As the fainting bee.

12. “Erotica” by S.T.P.

I made love to her on paper.
and spilled ink like passion across the sheets.
I caressed her curves in every love letter.
I kissed up and down her thighs in short sentences and prose.
I tasted all her innocence, without a spoken word.
I bit her lip and pulled her hair, in between the lines.
I made her arch her back and scream,
it only took a pen.

13. “Sex Has a Way” by Wendy Lee

Sex has a way of softening limbs,
oiling joints and melding hearts.

We burrow in closer
wrapping arms and legs over and under each other.

Earthy blanket of sleep covers us
two bodies releasing one breath.

Finding home,
coiled and tucked in each other’s sweat.

14. “Untitled” by Mason Fowler

We lay in bed in a heap of sweaty love until the curtains stop holding the sun and light shines on two naked bodies that were strangers the night before, but young lust runs deeper than expected and sometimes a sinner meets another, and a secret is hatched that only a look into the eyes can tell.

15. “Wild Nights” by Emily Dickinson

Wild nights — Wild nights!
Were I with thee
Wild nights should be
Our luxury!
Futile — the winds
To a Heart in port —
Done with the Compass —
Done with the Chart!
Rowing in Eden —
Ah — the Sea!
Might I but moor — tonight —
In thee!

16. “At The Touch Of You” by Witter Bynner

At the touch of you,
As if you were an archer with your swift hand at the bow,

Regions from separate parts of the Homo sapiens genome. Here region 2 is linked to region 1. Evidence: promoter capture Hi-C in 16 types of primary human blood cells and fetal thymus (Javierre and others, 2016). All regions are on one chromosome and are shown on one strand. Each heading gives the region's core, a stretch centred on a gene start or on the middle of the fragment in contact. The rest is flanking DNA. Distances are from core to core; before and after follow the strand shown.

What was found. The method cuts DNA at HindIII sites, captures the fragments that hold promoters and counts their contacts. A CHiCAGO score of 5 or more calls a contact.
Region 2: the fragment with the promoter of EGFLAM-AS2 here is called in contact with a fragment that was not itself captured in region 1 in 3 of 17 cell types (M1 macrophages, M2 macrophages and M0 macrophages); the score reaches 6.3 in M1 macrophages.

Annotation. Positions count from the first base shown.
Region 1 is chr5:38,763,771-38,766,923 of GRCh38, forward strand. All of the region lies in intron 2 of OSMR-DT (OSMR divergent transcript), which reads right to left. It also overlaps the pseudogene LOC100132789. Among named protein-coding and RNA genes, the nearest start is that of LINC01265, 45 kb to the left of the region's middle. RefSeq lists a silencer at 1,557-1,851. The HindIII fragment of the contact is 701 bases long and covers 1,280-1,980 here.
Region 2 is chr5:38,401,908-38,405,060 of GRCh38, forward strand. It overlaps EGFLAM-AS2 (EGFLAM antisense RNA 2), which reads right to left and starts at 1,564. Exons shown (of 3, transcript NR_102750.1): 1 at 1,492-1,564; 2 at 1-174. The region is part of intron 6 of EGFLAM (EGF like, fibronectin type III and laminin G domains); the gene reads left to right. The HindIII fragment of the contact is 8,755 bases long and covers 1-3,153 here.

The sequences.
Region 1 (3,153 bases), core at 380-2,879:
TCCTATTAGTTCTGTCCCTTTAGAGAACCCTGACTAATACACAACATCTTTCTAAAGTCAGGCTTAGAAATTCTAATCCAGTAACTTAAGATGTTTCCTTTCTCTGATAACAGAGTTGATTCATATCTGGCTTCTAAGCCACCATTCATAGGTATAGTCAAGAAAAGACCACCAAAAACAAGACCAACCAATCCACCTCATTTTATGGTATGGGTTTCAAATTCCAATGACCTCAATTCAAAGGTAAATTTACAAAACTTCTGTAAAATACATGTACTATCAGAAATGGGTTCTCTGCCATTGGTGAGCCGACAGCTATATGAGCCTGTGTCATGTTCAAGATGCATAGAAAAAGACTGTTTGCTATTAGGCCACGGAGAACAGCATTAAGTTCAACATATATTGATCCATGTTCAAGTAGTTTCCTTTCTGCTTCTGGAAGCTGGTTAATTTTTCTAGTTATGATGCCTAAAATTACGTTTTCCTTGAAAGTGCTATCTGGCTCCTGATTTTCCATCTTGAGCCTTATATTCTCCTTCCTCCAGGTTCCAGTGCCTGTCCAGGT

The arrows of delight shot through my body.

You were spring,
And I the edge of a cliff,
And a shining waterfall rushed over me.

17. “Basket Of Figs” by Ellen Bass

Bring me your pain, love. Spread
it out like fine rugs, silk sashes,
warm eggs, cinnamon
and cloves in burlap sacks. Show me

the detail, the intricate embroidery
on the collar, tiny shell buttons,
the hemstitched the way you were taught,
pricking just a thread, almost invisible.

Unclasp it like jewels, the gold
still hot from your body. Empty
your basket of figs. Spill your wine.

That hard nugget of pain, I would suck it,
cradling it on my tongue like the slick
seed of pomegranate. I would lift it

tenderly, as a great animal might
carry a small one in the private
cave of the mouth.

18. “To His Mistress Going To Bed” by John Donne

Come, Madam, come, all rest my powers defy,
Until I labour, I in labour lie.
The foe oft-times having the foe in sight,
Is tir’d with standing though he never fight.
Off with that girdle, like heaven’s Zone glistering,
But a far fairer world encompassing.
Unpin that spangled breastplate which you wear,
That th’eyes of busy fools may be stopped there.
Unlace yourself, for that harmonious chime,
Tells me from you, that now it is bed time.
Off with that happy busk, which I envy,
That still can be, and still can stand so nigh.
Your gown going off, such beauteous state reveals,
As when from flowery meads th’hill’s shadow steals.
Off with that wiry Coronet and shew
The hairy Diadem which on you doth grow:
Now off with those shoes, and then safely tread
In this love’s hallow’d temple, this soft bed.
In such white robes, heaven’s Angels used to be
Received by men; Thou Angel bringst with thee
A heaven like Mahomet’s Paradise; and though
Ill spirits walk in white, we easily know,
By this these Angels from an evil sprite,
Those set our hairs, but these our flesh upright.
    Licence my roving hands, and let them go,
Before, behind, between, above, below.
O my America! my new-found-land,